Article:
|Saul and David: Rembrandt - 1650|
Geraldine Brooks is a former Australian journalist who turned her hand at writing historical fiction with great success, winning the coveted Pulitzer Prize for her novel March in 2005. Brooks was inspired to write the story of King David by her son, who took up the harp and subsequently played Leonard Cohen’s beautiful song Hallelujah at his Bar Mitzvah. Set in 1000 BCE Israel, The Secret Chord fictionalizes the Old Testament life of King David, of whom Brooks refers to as the first historical character in literature whose whole life’s story has been recorded for prosperity. Although there is very little evidence, aside from the Old Testament scriptures, for King David’s existence, Brooks portrays him in a very realistic light, exploring both the negative and positive aspects of his life and reign as king of the Jewish people.
Brook’s portrayal of early Iron Age ancient Israel is brought to life by evocative descriptions of the landscape and the people. Brooks actually went to Jerusalem and herded sheep for a day to get a sense of the landscape David would have experienced three thousand years ago. Brooks tells the story of King David through the eyes of David’s prophet Natan (Nathan), whom is directed by David to write his biography (Nathan’s Book of David, mentioned in Chronicles but never found). This device allows Brooks to shift back and forth in time to tell the story of David’s beginnings, his rise to be king and his troublesome final years. David was a skilled warrior and tactician who reunited the Jewish tribes, but he was also a ruthless leader and a sensualist; a trait that would ultimately lead to tragedy for his family. David’s rise to power is compelling, however during the latter third of the novel, with David ensconced on the throne, Natan’s narration begins to lose some of its lustre. After David’s initial encounter with supposed seductress Bathsheba and the successful plot to kill of her husband, the brave and respected Uriah, Natan withdraws from David’s side. Thereafter the narrative feels slightly removed from the very dramatic events that follow, resulting in a flattening of tone with little suspense or emotional engagement to propel the narrative forward.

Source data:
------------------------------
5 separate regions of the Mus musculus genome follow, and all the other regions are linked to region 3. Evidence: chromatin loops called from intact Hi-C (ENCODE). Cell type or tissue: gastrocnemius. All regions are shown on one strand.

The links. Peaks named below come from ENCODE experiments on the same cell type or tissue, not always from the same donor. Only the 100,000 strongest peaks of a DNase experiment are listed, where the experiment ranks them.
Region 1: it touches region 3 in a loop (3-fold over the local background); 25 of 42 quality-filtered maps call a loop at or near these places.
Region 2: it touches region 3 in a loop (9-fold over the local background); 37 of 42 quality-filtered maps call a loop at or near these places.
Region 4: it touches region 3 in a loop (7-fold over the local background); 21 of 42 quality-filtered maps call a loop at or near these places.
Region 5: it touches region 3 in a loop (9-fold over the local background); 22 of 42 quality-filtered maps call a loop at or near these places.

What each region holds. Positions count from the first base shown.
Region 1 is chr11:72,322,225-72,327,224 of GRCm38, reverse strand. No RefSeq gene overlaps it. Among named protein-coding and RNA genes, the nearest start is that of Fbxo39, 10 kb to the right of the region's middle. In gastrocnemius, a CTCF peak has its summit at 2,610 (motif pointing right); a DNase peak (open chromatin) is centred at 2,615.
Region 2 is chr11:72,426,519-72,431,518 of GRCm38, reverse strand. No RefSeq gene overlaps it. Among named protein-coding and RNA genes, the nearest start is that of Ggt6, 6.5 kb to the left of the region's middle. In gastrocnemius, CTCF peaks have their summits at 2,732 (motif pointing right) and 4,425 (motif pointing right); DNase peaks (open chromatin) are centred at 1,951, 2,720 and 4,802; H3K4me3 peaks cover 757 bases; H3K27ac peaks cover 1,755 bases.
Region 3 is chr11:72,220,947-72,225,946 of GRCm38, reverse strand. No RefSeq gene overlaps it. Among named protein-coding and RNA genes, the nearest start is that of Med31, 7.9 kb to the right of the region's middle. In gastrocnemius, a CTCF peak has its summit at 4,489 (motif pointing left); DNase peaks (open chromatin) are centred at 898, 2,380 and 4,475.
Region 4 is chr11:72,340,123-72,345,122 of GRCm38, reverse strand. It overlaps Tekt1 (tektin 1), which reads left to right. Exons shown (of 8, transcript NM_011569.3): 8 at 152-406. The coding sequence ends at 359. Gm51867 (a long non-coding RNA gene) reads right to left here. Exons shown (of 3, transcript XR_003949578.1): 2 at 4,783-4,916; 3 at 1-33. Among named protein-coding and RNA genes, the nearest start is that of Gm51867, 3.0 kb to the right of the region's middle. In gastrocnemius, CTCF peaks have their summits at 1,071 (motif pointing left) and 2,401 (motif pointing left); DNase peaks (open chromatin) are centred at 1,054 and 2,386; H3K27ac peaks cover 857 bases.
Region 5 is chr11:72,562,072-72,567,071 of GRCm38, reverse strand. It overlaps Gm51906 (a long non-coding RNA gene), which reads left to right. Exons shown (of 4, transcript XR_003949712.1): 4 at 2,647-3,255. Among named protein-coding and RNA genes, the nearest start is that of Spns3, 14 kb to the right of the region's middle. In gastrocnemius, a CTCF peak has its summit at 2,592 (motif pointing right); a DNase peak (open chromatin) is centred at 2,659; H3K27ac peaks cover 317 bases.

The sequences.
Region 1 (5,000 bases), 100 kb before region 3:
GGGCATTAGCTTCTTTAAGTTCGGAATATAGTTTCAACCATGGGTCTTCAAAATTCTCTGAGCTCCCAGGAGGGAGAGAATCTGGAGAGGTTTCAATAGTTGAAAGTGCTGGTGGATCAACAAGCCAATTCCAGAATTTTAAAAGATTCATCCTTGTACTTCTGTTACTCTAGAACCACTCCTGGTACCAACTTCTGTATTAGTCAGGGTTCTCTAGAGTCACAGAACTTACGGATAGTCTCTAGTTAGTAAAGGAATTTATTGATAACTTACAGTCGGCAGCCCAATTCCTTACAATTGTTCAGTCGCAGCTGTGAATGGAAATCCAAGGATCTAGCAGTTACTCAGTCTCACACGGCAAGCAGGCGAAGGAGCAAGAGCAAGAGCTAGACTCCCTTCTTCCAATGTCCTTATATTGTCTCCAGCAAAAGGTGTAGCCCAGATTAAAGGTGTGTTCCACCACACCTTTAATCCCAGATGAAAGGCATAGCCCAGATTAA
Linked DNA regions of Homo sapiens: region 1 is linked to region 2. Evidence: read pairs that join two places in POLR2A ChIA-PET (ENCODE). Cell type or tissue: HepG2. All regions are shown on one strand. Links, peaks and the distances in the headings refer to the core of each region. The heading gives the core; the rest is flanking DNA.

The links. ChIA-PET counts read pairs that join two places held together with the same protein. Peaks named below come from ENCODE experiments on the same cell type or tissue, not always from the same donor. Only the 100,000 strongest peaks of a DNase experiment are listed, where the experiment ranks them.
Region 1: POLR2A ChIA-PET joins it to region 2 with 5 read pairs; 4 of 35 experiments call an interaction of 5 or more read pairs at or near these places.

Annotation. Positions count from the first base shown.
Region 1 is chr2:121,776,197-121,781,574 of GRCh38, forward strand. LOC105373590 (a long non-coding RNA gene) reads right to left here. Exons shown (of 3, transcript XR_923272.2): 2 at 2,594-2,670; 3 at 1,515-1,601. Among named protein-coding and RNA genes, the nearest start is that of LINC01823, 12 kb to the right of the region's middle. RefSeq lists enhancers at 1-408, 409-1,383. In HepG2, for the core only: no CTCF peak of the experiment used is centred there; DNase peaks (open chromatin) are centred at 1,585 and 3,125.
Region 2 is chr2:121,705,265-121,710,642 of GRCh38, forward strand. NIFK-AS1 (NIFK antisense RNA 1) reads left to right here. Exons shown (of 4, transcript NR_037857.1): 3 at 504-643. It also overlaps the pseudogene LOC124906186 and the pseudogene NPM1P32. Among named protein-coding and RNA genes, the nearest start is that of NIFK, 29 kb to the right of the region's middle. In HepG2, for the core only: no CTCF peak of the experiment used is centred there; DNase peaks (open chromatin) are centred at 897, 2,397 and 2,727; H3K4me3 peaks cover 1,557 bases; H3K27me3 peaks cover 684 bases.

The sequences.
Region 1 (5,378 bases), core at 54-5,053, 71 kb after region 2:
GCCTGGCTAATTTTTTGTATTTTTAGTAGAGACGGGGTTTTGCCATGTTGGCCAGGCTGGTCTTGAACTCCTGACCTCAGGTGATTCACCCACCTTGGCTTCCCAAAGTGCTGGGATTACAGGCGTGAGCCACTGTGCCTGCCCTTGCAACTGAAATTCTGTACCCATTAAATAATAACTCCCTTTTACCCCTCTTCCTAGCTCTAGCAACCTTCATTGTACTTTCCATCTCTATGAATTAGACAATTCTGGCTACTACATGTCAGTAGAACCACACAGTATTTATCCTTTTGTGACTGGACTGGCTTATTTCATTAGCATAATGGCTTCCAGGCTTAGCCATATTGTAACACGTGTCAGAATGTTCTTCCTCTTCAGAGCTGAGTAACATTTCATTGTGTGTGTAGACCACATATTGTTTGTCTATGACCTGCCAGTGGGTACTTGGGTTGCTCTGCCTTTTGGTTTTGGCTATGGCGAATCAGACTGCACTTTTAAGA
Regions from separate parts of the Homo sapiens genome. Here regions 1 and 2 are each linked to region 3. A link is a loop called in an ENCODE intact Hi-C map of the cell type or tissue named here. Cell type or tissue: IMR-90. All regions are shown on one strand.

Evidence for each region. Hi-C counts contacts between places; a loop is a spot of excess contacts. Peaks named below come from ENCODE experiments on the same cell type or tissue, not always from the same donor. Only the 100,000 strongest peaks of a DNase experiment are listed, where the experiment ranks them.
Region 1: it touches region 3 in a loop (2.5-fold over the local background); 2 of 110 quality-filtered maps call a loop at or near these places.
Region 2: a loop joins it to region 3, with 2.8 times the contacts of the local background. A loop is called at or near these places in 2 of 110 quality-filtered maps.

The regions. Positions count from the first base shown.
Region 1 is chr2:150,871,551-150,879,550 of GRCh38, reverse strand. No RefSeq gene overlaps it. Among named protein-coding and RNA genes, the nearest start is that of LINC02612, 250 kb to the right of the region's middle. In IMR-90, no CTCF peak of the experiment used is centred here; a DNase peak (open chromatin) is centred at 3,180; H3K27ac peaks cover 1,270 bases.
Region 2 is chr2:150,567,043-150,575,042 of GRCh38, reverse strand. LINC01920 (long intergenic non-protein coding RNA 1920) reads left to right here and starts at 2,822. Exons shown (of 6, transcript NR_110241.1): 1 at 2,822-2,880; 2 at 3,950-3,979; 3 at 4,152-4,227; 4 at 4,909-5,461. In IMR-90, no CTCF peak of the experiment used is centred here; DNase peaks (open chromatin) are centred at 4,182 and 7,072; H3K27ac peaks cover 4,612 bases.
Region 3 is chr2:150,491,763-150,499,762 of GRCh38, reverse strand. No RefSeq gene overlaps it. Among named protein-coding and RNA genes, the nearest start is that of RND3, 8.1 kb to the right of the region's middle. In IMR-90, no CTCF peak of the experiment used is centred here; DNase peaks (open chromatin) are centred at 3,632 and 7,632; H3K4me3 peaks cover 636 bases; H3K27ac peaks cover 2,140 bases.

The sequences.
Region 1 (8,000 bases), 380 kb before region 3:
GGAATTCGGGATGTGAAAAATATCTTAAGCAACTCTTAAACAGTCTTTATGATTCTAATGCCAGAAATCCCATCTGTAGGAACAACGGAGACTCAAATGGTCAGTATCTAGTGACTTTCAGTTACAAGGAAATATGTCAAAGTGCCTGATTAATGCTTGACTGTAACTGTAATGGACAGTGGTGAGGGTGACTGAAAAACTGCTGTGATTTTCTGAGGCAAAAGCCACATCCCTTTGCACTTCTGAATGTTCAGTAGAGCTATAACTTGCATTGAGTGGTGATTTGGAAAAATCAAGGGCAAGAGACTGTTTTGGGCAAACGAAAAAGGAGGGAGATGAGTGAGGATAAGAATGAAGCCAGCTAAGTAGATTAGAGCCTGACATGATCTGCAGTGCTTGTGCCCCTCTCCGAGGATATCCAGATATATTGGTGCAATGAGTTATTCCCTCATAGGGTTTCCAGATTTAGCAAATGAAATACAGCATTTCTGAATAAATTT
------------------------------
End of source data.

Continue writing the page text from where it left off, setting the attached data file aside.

Despite a nagging sense that The Secret Chord is just a replay on the Bible story with little relevance to the secular world, an argument can be made that Brooks has written a Feminist take on King David’s story. A significant portion of the narrative gives voice to many of David’s wives, giving some insight into the lives of the women who both suffered and served during his reign. Most significant is Bathsheba’s take on her infamous tryst with David; that she did not in fact set out to be a seductress, but was actually attempting to find some privacy from prying male eyes in her own household when the troubled King David spied her across the darkened rooftops. From her perspective she was raped and placed into a cruel and untenable position by King David; subsequently suffering the ignominy of victim blaming, an issue that certainly has strong modern relevance.
Perhaps due to my secular upbringing I was fairly ignorant of Kind David’s story, therefore I found The Secret Chord to be a fascinating read. The novel has also compelled me to find out more about Biblical history from that period. I’d love to talk to a Jewish person who has read The Secret Chord to better judge what kind of an impact Brooks’ portrayal of King David has had for those who are closer to the source of his story. Would David’s overt bisexuality be a problem, or Brooks’ Feminist perspectives, or the rampant violence that led to David’s ascension to the throne? One thing this novel did remind me of is that history has indeed been mostly written by the victors, by the patriarchy and also by those who spilled the most blood. It also reminded me, somewhat sadly, that nothing much has changed in three thousand years in terms of damaging belief systems and the worst of human nature.